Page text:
My response to the call for justice
Last night I watched my city burn. I watched as a protest for racial equity and justice turned into destruction. Buildings were broken into and some lit on fire. Businesses were looted and trashed. Public unrest due to the continued evidence of racial inequality occurred all across this country. Racial inequality that is not new and has been evident through many generations. An inequality that must be addressed with action, no longer simply reacted to. However, violence, destruction, and death is not the path to resolution or justice. I hear the voice, cries, and calls for action from the protesters for justice in the killing of George Floyd and the many other African Americans murdered at the hands of police officers.
I stand in solidarity with the African American community in Richmond, in Virginia, and across this country. I have watched what I hope is the last murder of an African American at the hands of police officers. Years of incremental change in the practices and operation of police officers in response to past egregious behavior is not enough. We need significant change and improvements in the public safety system to equally protect the lives of African Americans. I cannot change the behaviors and actions of other police departments, but I can make sure we see the accountability and transparency in the Richmond Police Department. Over the past couple days I have had many conversations with city and community leaders about this horrific tragedy. People are angered by a system that is broken, does not protect equally, and has not improved. It has not only failed to protect basic human rights, but has shown engrained racism and bias protected by position and authority. We must act now to create the accountability, transparency, and change needed to rebuild the system of public safety. One that we can trust is equitable, inclusive, and empathetic.
To build and increase the accountability, transparency, and the change needed in our Police Department, I am committed to the following priorities:
- The transparent and open review of the training and policies used for Richmond police officers. I learned that the Minneapolis PD has a policy for conscious and unconscious neck hold for suspects. The one that was used in the murder of George Floyd. Chief Smith stated that this practice was removed many years ago and that Richmond officers are not trained to use such force. This and other changes to our policies and training for Police officers need to not only happen, but be shared publicly.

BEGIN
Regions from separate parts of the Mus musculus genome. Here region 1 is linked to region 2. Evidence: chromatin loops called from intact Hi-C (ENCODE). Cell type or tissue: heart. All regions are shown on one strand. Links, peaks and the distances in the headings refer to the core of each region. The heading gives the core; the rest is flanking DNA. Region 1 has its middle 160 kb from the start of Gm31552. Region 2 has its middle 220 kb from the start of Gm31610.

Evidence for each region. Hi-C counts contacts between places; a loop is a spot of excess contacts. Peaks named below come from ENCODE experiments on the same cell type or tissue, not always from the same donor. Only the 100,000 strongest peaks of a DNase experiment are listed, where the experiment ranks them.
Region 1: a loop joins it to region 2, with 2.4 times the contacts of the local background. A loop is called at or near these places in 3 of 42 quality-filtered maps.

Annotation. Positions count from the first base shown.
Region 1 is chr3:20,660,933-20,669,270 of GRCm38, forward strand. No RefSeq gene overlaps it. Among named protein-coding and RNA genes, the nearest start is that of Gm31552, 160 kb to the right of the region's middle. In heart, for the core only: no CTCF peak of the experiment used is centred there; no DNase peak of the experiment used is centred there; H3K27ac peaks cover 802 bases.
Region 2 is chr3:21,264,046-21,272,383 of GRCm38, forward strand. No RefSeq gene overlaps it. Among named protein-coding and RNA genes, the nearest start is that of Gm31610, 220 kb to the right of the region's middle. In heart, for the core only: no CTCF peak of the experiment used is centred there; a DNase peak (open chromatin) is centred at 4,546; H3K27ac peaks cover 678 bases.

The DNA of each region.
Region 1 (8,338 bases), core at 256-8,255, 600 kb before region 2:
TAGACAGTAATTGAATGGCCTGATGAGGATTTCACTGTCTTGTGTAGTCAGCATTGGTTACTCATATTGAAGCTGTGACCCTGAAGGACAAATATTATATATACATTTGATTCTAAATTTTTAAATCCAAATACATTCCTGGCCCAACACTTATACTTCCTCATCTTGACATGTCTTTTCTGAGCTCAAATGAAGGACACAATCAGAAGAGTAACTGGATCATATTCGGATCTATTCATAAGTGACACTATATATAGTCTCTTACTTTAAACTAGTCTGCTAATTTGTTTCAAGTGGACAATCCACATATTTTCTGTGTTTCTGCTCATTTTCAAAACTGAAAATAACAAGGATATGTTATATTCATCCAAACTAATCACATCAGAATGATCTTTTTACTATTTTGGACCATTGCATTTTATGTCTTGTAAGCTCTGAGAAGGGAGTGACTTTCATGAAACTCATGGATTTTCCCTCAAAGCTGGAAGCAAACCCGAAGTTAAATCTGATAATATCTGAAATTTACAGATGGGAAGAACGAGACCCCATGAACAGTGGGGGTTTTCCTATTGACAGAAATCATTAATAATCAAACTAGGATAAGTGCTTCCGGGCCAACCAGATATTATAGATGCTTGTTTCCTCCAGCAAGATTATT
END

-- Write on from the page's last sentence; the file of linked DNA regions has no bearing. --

- Requirement of police officers to intervene in any situation where another officer’s abuse of power is threatening a person’s life. Police officers need to intervene when emotions, anger, or frustration become evident in each other. This protects the integrity of the police department but ultimately reinforces the respect for everyone.
- To empower and protect police officers to anonymously report other officers for observed actions, behavior, or words that are threatening, abusive, or racism in any manner. All who wear the badge are subject to the actions of one “bad apple” and the officers that uphold the values we demand from this position must be empowered to protect those they serve from unacceptable behavior of one. Any cause for concern should be taken seriously, investigated, and resolved transparently.
- Increasing citizen representation on all officer and police review boards. Empowering the public to have a seat at the table in the analysis and decisions made on the actions of officers.
- Community Policing Model where the officers are out of their vehicles and in the community on foot or on a bike. Face-to-face interaction in a consistent and intentional manner. Building relationships between police officers and the communities they protect requires a public recognition of racial biases and a commitment to collaboration as we reconcile hundreds of years of oppression as a community.
Richmond needs a regularly held public conversation about these items and others that I might have overlooked, that create the transparent accountability we need to see in the system. Public conversations with city leaders, police leadership, community leaders, and other citizen groups focused on dialogue that outlines values of equity, inclusion, and change. In order to create the equity and justice needed in our police department, we need this and more levels of transparency and accountability. I am committed to work with my fellow City Council members, the Mayor, the Police Department, and most importantly, the people of Richmond, to make these efforts happen. Together, we must assure that our Police Department is an anti-racist department that protects everyone and believes that Black Lives Matter.